Defensively, Georgia Tech held seven of its 11 regular-season opponents to fewer than 20 points. Outside linebacker Marco Coleman provided the pass rush while Consensus All-American safety Ken Swilling was the face of the defense. Swilling led the Yellow Jackets with five interceptions. As a team, Georgia Tech picked off 24 passes in 1990. Georgia Tech ranked 10th nationally in scoring defense.

Common Opponents

During the 1990 season, Colorado and Georgia Tech shared just one common opponent. That was Nebraska.

The Buffaloes beat the Cornhuskers 27-12 in Lincoln to essentially cement a Big 8 title in early November. Colorado actually trailed 12-0 entering the final quarter before busting the game open with four Bieniemy touchdowns in the final quarter.

Georgia Tech wound up blasting Nebraska in the aforementioned Citrus Bowl. The Yellow Jackets raced to a 21-0 lead before pulling away with a pair of fourth-quarter touchdowns in the 45-21 victory.

Who Would’ve Won and Why

A hypothetical national championship between Colorado and Georgia Tech would’ve have ultimately come down to which team ran the ball better and made fewer mistakes. Both teams were used to playing close games in 1990, but Colorado enjoyed a little more luck.

The Buffaloes were gifted a fifth down against Missouri and ended up beating Notre Dame in the Orange Bowl with the help of a controversial call that negated a Raghib Ismail touchdown. Let’s also not forget that the Yellow Jackets had a clutch kicker in Scott Sisson.

Ultimately, Ross’ Georgia Tech team would have forced Darian Hagan to win the game with his arm. In the Citrus Bowl, the Yellow Jackets managed to do the same against Nebraska as the Cornhuskers averaged just more than three yards per carry.

After a mixed season, the Yellow Jackets’ offense steamrolled opponents at the end of the year. With the exception of a 6-3 win over Virginia Tech, Georgia Tech put up at least 40 points in four of its final five games. When it comes to passing, Shawn Jones also gets the edge over Hagan.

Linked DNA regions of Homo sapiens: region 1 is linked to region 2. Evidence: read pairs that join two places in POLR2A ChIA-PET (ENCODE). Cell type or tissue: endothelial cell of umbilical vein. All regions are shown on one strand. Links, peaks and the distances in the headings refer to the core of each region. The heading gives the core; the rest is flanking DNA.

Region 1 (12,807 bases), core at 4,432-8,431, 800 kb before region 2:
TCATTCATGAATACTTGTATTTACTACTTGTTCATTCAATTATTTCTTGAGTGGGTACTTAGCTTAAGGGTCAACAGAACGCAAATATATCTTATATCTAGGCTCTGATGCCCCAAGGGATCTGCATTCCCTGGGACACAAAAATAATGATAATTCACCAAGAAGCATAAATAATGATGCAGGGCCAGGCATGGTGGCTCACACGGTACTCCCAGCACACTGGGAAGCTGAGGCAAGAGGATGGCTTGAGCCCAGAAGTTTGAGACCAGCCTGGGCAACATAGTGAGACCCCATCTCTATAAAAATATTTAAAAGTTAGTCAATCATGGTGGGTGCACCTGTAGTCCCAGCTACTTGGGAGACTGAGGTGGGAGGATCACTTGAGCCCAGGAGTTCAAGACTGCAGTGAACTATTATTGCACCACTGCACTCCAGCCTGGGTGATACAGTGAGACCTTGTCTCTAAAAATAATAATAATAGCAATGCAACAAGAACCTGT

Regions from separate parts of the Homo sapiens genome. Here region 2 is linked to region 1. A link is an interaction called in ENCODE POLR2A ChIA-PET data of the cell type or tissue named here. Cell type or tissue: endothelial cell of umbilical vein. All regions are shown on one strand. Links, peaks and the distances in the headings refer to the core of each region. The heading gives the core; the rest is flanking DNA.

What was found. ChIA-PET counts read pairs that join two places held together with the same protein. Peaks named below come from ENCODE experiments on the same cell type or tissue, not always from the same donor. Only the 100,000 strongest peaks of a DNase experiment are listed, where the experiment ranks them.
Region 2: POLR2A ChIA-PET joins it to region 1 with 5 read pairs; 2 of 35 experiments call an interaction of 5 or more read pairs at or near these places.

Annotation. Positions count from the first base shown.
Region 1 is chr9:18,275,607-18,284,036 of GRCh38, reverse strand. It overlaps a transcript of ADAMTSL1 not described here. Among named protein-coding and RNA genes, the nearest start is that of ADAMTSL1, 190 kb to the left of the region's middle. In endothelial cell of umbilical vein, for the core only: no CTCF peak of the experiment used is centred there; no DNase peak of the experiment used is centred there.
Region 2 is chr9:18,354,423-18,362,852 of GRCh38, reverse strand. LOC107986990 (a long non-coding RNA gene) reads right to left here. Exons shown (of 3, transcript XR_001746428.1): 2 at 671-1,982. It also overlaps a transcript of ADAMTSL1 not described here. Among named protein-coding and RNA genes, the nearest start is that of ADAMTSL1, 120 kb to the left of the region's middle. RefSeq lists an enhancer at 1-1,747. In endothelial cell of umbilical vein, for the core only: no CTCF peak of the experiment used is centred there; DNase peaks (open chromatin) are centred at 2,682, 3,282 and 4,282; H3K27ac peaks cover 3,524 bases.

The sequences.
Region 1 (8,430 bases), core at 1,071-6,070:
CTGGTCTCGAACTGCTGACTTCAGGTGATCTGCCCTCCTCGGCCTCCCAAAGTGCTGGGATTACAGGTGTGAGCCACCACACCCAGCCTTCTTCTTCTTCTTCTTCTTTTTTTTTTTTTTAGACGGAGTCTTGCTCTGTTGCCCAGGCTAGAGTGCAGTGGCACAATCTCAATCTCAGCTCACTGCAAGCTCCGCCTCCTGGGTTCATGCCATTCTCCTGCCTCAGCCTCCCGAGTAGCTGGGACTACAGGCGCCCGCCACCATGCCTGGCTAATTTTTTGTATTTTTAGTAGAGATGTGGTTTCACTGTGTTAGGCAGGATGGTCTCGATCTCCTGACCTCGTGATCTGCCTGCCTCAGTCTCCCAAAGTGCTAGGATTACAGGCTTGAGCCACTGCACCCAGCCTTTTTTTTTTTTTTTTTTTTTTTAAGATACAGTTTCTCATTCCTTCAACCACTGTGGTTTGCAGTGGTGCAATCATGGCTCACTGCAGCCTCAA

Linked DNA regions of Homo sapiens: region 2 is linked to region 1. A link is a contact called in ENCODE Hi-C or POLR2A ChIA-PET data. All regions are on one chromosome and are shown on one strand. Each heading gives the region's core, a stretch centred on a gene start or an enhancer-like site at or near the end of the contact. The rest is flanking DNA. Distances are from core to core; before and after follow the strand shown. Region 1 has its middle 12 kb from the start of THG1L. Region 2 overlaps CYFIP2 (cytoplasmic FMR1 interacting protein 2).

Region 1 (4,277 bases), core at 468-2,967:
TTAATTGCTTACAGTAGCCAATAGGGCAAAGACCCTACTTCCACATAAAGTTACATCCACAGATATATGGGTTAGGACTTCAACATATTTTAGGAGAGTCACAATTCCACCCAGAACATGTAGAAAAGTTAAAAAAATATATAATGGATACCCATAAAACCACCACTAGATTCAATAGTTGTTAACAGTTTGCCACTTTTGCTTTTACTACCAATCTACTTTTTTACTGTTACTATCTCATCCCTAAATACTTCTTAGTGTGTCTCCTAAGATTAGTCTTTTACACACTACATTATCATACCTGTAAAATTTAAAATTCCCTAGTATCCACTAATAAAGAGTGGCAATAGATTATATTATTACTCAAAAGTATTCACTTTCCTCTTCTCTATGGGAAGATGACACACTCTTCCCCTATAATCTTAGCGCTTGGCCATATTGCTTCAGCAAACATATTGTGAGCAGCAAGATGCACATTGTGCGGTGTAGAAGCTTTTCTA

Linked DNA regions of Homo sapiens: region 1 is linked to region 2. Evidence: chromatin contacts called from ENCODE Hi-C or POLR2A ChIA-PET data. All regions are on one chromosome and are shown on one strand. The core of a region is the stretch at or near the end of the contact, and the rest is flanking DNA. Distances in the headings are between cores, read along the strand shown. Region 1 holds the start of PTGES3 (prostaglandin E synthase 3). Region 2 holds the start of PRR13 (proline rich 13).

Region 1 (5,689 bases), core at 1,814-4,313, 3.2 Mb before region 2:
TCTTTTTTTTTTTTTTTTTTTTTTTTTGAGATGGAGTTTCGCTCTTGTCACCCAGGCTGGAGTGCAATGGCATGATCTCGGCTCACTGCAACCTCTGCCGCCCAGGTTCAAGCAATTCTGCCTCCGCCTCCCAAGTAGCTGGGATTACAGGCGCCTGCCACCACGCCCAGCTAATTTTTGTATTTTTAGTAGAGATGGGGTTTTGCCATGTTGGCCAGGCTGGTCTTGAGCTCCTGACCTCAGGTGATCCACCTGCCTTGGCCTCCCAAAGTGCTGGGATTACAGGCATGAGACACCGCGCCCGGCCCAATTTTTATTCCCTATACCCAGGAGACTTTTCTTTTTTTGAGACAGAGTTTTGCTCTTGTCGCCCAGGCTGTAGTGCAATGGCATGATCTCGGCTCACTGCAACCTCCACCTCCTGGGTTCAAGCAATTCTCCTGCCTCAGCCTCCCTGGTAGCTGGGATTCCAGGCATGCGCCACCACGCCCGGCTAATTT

Hypothetical Final: Georgia Tech 27, Colorado 20

Hypothetical Box Score

Scoring Summary
First Quarter
GT: Scott Sisson 36 FG, 9:31
GT: Shawn Jones 3 run (Sisson kick), 2:11

Second Quarter
COL: Eric Bieniemy 6 run (Jim Harper kick), 10:27
GT: Sisson 29 FG, 3:59.
COL: Harper 33 FG, :00.

Third Quarter
COL: Mike Pritchard 21 pass from Hagan, 10:03
COL: Harper 28 FG, 3:31.

Fourth Quarter
GT: Emmett Merchant 31 pass from Jones (Sisson kick), 13:56
GT: William Bell 2 run (Sisson kick), 8:11

First Downs:
Colorado 14, Georgia Tech 20
Rushing Yards: Colorado 156, Georgia Tech 161
Passing Yards: Colorado 143, Georgia Tech 219
Total Yards: Colorado 299, Georgia Tech 380
Turnovers: Colorado 3, Georgia Tech 2

Hagan (COL): 11-24-2, 143 yards, TD; Jones (GT): 14-25-1, 219 yards, TD
Rushing: Bieniemy (COL): 23-93, TD; Bell (GT): 16-84, TD
Receiving: Pritchard (COL): 3-65, TD; Merchant (GT): 4-99, TD
Defense: Chad Brown (COL): 8 tackles, sack, FF; Ken Swilling (GT): 3 tackles, INT

Your Thoughts?

Let us know what you think about this hypothetical title game by responding in the comment section, on Twitter or in our forums.

Mike Ferguson is the associate editor for Fifth Quarter. Be sure to follow Mike on Twitter at @MikeWFerguson. Follow all of Mike’s work by liking his Facebook page.